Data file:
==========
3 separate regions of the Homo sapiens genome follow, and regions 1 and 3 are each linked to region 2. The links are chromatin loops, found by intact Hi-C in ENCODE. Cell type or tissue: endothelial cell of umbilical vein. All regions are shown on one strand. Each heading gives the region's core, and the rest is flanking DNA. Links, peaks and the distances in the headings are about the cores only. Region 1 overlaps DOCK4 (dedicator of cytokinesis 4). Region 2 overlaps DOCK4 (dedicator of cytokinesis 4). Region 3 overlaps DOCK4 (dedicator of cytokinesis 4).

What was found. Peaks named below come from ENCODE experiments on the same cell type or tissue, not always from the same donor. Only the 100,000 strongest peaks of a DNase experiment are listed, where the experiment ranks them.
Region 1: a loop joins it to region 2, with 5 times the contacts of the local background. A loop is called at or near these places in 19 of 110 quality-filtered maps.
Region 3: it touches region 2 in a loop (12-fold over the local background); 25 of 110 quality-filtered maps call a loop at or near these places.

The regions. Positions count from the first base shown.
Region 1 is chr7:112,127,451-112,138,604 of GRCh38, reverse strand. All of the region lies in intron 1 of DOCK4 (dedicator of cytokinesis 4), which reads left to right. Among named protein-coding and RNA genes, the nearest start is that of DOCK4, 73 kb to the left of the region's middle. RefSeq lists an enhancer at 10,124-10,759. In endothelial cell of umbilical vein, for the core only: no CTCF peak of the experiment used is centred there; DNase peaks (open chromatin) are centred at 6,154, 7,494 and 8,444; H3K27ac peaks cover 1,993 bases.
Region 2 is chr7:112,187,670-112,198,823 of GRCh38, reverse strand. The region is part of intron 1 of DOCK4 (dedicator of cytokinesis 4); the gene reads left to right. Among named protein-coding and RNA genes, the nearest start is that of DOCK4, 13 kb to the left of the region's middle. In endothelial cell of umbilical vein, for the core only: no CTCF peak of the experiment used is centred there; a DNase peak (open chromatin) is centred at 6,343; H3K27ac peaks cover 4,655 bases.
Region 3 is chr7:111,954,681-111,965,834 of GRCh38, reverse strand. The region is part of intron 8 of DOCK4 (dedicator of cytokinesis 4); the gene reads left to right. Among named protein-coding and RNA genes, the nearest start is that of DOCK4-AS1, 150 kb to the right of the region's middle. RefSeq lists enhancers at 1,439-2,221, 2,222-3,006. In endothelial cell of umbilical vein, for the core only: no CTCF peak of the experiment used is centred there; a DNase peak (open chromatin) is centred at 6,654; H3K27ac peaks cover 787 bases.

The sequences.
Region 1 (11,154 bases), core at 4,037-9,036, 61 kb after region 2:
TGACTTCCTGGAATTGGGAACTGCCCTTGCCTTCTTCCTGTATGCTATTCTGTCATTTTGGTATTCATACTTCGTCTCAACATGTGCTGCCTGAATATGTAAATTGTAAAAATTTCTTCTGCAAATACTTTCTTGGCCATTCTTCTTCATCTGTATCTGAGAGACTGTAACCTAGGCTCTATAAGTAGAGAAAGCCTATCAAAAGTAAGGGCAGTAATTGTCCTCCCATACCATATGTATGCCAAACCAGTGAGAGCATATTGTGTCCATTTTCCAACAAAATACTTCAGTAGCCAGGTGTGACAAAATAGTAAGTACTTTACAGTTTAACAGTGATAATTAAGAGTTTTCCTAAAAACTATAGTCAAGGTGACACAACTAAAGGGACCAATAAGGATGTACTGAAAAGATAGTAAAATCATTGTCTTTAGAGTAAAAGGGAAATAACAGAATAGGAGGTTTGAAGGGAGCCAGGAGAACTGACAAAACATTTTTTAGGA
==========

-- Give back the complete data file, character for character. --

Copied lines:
3 separate regions of the Homo sapiens genome follow, and regions 1 and 3 are each linked to region 2. The links are chromatin loops, found by intact Hi-C in ENCODE. Cell type or tissue: endothelial cell of umbilical vein. All regions are shown on one strand. Each heading gives the region's core, and the rest is flanking DNA. Links, peaks and the distances in the headings are about the cores only. Region 1 overlaps DOCK4 (dedicator of cytokinesis 4). Region 2 overlaps DOCK4 (dedicator of cytokinesis 4). Region 3 overlaps DOCK4 (dedicator of cytokinesis 4).

What was found. Peaks named below come from ENCODE experiments on the same cell type or tissue, not always from the same donor. Only the 100,000 strongest peaks of a DNase experiment are listed, where the experiment ranks them.
Region 1: a loop joins it to region 2, with 5 times the contacts of the local background. A loop is called at or near these places in 19 of 110 quality-filtered maps.
Region 3: it touches region 2 in a loop (12-fold over the local background); 25 of 110 quality-filtered maps call a loop at or near these places.

The regions. Positions count from the first base shown.
Region 1 is chr7:112,127,451-112,138,604 of GRCh38, reverse strand. All of the region lies in intron 1 of DOCK4 (dedicator of cytokinesis 4), which reads left to right. Among named protein-coding and RNA genes, the nearest start is that of DOCK4, 73 kb to the left of the region's middle. RefSeq lists an enhancer at 10,124-10,759. In endothelial cell of umbilical vein, for the core only: no CTCF peak of the experiment used is centred there; DNase peaks (open chromatin) are centred at 6,154, 7,494 and 8,444; H3K27ac peaks cover 1,993 bases.
Region 2 is chr7:112,187,670-112,198,823 of GRCh38, reverse strand. The region is part of intron 1 of DOCK4 (dedicator of cytokinesis 4); the gene reads left to right. Among named protein-coding and RNA genes, the nearest start is that of DOCK4, 13 kb to the left of the region's middle. In endothelial cell of umbilical vein, for the core only: no CTCF peak of the experiment used is centred there; a DNase peak (open chromatin) is centred at 6,343; H3K27ac peaks cover 4,655 bases.
Region 3 is chr7:111,954,681-111,965,834 of GRCh38, reverse strand. The region is part of intron 8 of DOCK4 (dedicator of cytokinesis 4); the gene reads left to right. Among named protein-coding and RNA genes, the nearest start is that of DOCK4-AS1, 150 kb to the right of the region's middle. RefSeq lists enhancers at 1,439-2,221, 2,222-3,006. In endothelial cell of umbilical vein, for the core only: no CTCF peak of the experiment used is centred there; a DNase peak (open chromatin) is centred at 6,654; H3K27ac peaks cover 787 bases.

The sequences.
Region 1 (11,154 bases), core at 4,037-9,036, 61 kb after region 2:
TGACTTCCTGGAATTGGGAACTGCCCTTGCCTTCTTCCTGTATGCTATTCTGTCATTTTGGTATTCATACTTCGTCTCAACATGTGCTGCCTGAATATGTAAATTGTAAAAATTTCTTCTGCAAATACTTTCTTGGCCATTCTTCTTCATCTGTATCTGAGAGACTGTAACCTAGGCTCTATAAGTAGAGAAAGCCTATCAAAAGTAAGGGCAGTAATTGTCCTCCCATACCATATGTATGCCAAACCAGTGAGAGCATATTGTGTCCATTTTCCAACAAAATACTTCAGTAGCCAGGTGTGACAAAATAGTAAGTACTTTACAGTTTAACAGTGATAATTAAGAGTTTTCCTAAAAACTATAGTCAAGGTGACACAACTAAAGGGACCAATAAGGATGTACTGAAAAGATAGTAAAATCATTGTCTTTAGAGTAAAAGGGAAATAACAGAATAGGAGGTTTGAAGGGAGCCAGGAGAACTGACAAAACATTTTTTAGGA